[THIS VENUE IS CLOSED] TV chef Iain Hewitson has ventured to South Melbourne via 1950s USA
[THIS VENUE IS CLOSED] Iain “Big Huey” Hewitson is the kiwi star of TV show Huey’s Kitchen (before that Huey’s Cooking Adventures) whose robust moustache, exciting suspenders and self-deprecating chortles have accompanied Australian naps since 1997. His latest adventure brings him to South Melbourne, where he’s offering unapologetically huge and slightly retro takes on US diner classics.
The place isn’t short on kitschy charm. Laminex tables, red booths and neon signs add a '50s feel while up the back there’s a jukebox fully loaded with 45s of Elvis, the Beatles and the Rolling Stones. There’s even a Beach Boys track written by Charles Manson. Dial it up and let the good times roll.
It’s probably best you check your knowledge of authentic American food at the door. A bowl of poutine (a Canadian invention of French fries covered in mild, stretchy milk curds and gravy) sees thick cut chips embalmed in melted Mainland cheddar with a tangy tomato and mustard gravy. Authentic? No way. Delicious? It’s chips and cheese – you can’t miss.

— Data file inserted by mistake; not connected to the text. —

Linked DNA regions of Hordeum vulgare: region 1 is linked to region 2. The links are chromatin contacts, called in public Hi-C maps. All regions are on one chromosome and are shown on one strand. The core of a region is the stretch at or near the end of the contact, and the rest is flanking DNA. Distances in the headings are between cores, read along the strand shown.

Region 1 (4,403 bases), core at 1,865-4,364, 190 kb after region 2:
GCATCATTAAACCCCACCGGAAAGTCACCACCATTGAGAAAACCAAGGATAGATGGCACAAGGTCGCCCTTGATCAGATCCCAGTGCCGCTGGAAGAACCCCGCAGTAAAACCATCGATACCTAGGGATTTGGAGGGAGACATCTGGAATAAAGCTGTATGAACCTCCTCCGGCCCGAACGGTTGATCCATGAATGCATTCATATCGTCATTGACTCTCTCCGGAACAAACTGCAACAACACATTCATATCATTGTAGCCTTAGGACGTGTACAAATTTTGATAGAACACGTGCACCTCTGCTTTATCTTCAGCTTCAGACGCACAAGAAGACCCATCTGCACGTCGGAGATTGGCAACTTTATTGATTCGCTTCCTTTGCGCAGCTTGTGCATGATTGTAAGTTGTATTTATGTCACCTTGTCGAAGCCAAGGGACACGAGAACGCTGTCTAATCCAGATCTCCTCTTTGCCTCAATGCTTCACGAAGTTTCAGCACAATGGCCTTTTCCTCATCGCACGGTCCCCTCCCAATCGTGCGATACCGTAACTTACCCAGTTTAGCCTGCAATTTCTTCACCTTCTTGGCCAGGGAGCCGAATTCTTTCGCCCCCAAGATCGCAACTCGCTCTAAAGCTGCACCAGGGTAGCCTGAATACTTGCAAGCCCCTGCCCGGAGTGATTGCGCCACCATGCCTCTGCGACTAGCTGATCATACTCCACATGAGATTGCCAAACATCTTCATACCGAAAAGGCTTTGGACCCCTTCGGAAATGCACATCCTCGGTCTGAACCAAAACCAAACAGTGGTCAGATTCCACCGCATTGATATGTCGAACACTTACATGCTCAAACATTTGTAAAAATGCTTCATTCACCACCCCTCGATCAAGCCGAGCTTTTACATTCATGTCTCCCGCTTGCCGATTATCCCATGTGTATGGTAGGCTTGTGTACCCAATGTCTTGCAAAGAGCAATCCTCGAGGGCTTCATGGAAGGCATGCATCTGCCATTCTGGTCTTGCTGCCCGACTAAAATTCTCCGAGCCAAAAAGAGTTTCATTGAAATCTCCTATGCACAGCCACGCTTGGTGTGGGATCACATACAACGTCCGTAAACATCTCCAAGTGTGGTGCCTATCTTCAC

Big Huey’s is about as American as an Outback Steakhouse is Australian. Where the US chain pushes “true blue” barbecued shrimp and pictures of Crocodile Dundee, here you’ll find America’s greatest sandwich hits from reubens and burgers to chilli dogs served on Turkish pide.
We’re not convinced it’s the universal carb for the job. The spongy bread is too much for some fillings, especially the deep fried, but still delicately flavoured oysters in a po’ boy. Still, stuffed with two chunky, cheese-wrapped beef patties, crisp iceberg lettuce, bacon and tangy beetroot relish it’s a perfectly tasty, saucy mess. It’s also huge, and given that it comes with sweet potato fries and a pot of beer for $15 at lunch, it’s a decent deal to boot.
You also can’t go wrong with the floats. The under-ten team are going crazy for the frothy tang of mandarin Jaritos soda with a scoop of vanilla ice cream and so are we. You’ve also got decent booze, thanks to ex-Chin Chin sommelier and part owner Neil Prentice who’s adding potent Margarita slushies and Brooklyn lagers to the mix.
There are misses. The chilli, strangely billed as a light meal, tastes to us more like Bolognese and comes with naught but a sprinkle of cheese and a spoon. Their Caesar salad has an excellent mayo-based sauce flecked with anchovies, but on a menu that begs for the sweet relief of freshness, we wish they weren’t grilling the chunky quarters of iceberg lettuce.
Melbourne has really learnt its USA-B-Cs in the past few years, and the truth is you’ll find other places doing the classics better. But the enthusiasm here is genuine, the kids will love it and that jukebox is worth coming back for alone.
|Venue name:||Big Huey's Diner|
315 Coventry St